Should You Over Pay For A Home

By
Real Estate Services with The Real Estate Investment Institute 1retiredsage

Should you over pay for a home? Should you ever pay more than the house appraises for? Should you ever pay more than the house is listed for?

Should you over pay for a home, possibly! Should you ever pay more than the house is listed for, a house No! A home possibly. There is a difference between a house and a home. A home, a place for your family, a place of your own is often worth more than the sum of it's parts! A house, one that's not intended to be your home is rarely worth more than it's list price and almost never more than it's appraisal.

It's an interesting contradiction, isn't it?

You can never get into trouble with classic conservative advice is never pay more than appraisal, but some times it's hard to successfully excel with such constraints.

With out questioning the validity of the appraisal there are few reasons to you over pay for a home. We are in the people business and homes should be bought from the heart when the buyers can afford the luxury of choice.

 Should you over pay for a home? One very experience agent Renee Burrows says: "As a buyer's agent I would work on a price reduction first... If that doesn't go through, the buyer would then have to consider whether to pay the difference between the sales price and contract price in addition to their down payment and closing costs."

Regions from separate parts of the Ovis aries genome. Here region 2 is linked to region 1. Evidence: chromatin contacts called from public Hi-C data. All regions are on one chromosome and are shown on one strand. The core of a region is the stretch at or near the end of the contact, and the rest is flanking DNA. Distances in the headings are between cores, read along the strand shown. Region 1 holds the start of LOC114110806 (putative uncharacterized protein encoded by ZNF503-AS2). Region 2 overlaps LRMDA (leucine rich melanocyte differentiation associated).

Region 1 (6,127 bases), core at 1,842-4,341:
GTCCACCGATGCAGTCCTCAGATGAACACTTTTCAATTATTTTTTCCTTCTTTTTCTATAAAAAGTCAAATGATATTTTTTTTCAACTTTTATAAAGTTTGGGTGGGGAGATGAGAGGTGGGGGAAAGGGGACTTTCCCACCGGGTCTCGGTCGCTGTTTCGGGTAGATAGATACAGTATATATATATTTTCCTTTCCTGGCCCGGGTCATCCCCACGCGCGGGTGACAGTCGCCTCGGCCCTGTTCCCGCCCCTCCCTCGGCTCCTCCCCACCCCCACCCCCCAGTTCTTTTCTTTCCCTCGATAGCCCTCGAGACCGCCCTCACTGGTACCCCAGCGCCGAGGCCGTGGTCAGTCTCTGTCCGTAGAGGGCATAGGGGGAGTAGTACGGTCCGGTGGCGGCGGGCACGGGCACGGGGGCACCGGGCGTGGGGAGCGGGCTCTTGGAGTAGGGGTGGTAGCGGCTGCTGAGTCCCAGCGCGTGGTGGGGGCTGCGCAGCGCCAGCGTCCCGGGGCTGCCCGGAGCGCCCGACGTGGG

Should you over pay for a home? Don't over pay, remains good advice in all markets. If this is an investment it should be absolutely don't! If this is a HOME and the buy can afford it we have to consider the people factor and consider the emotional factor and Renee did say "Consider!" every thing is relative. There is always more than one way!

Should you over pay for a home? The question is two fold should you over pay based on the appraisal or should you over pay the list price? The list price is the amount the seller is willing to settler for, not necessarily even relevant to the value!

Should you over pay for a home? People say don't for many reasons, the most common are:

It's the right advice!

They don't want you taking any risk.

They don't want you succeeding where they don't.

There is no down side, to saying don't! (If they say "Do" and you fail they feel libel, but if you succeed they can simply add "you got lucky!")

Don't is always safe advice, what we forget is man has never had great success with out risking great failure!

Should you over pay for a home? Maybe!

 

 

Posted by

Bill

William J Archambault Jr

The Real Estate Investment Institute

wja@reii.org      Cell 832-259-7078,      Houston 832-582-8415,       Las vegas 702-516-1569

     http://www.reii.org  Back Cover One House At A Time http:www//reii.orghttp://www.flippingforfunandprofit.info/ http://www.billarchambault.com   

From my past: GRI 1975, FLI 1974, Catalyst from a client 1974 an agent that makes things happen, REII, The Real Estate Investment Institute 1995.

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©William J Archambault Jr   ©The Real Estate Investment Institute   ©REII

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Re-Bloggged 2 times:

Re-Blogged By Re-Blogged At
  1. Ira Freireich 09/02/2009 03:16 PM
  2. Brian Gibbons 09/02/2009 05:17 PM
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Topic:
Home Buying
Location:
Texas
Groups:
America's Best Agents
Art of Professional Salesmanship
Home & Credit Savvy
Short Sale REALTORS®
Silent Majority
Tags:
appraised value
list price

Comments 134 New Comment

Ambassador
588,735
William J. Archambault, Jr.
The Real Estate Investment Institute

Valerie,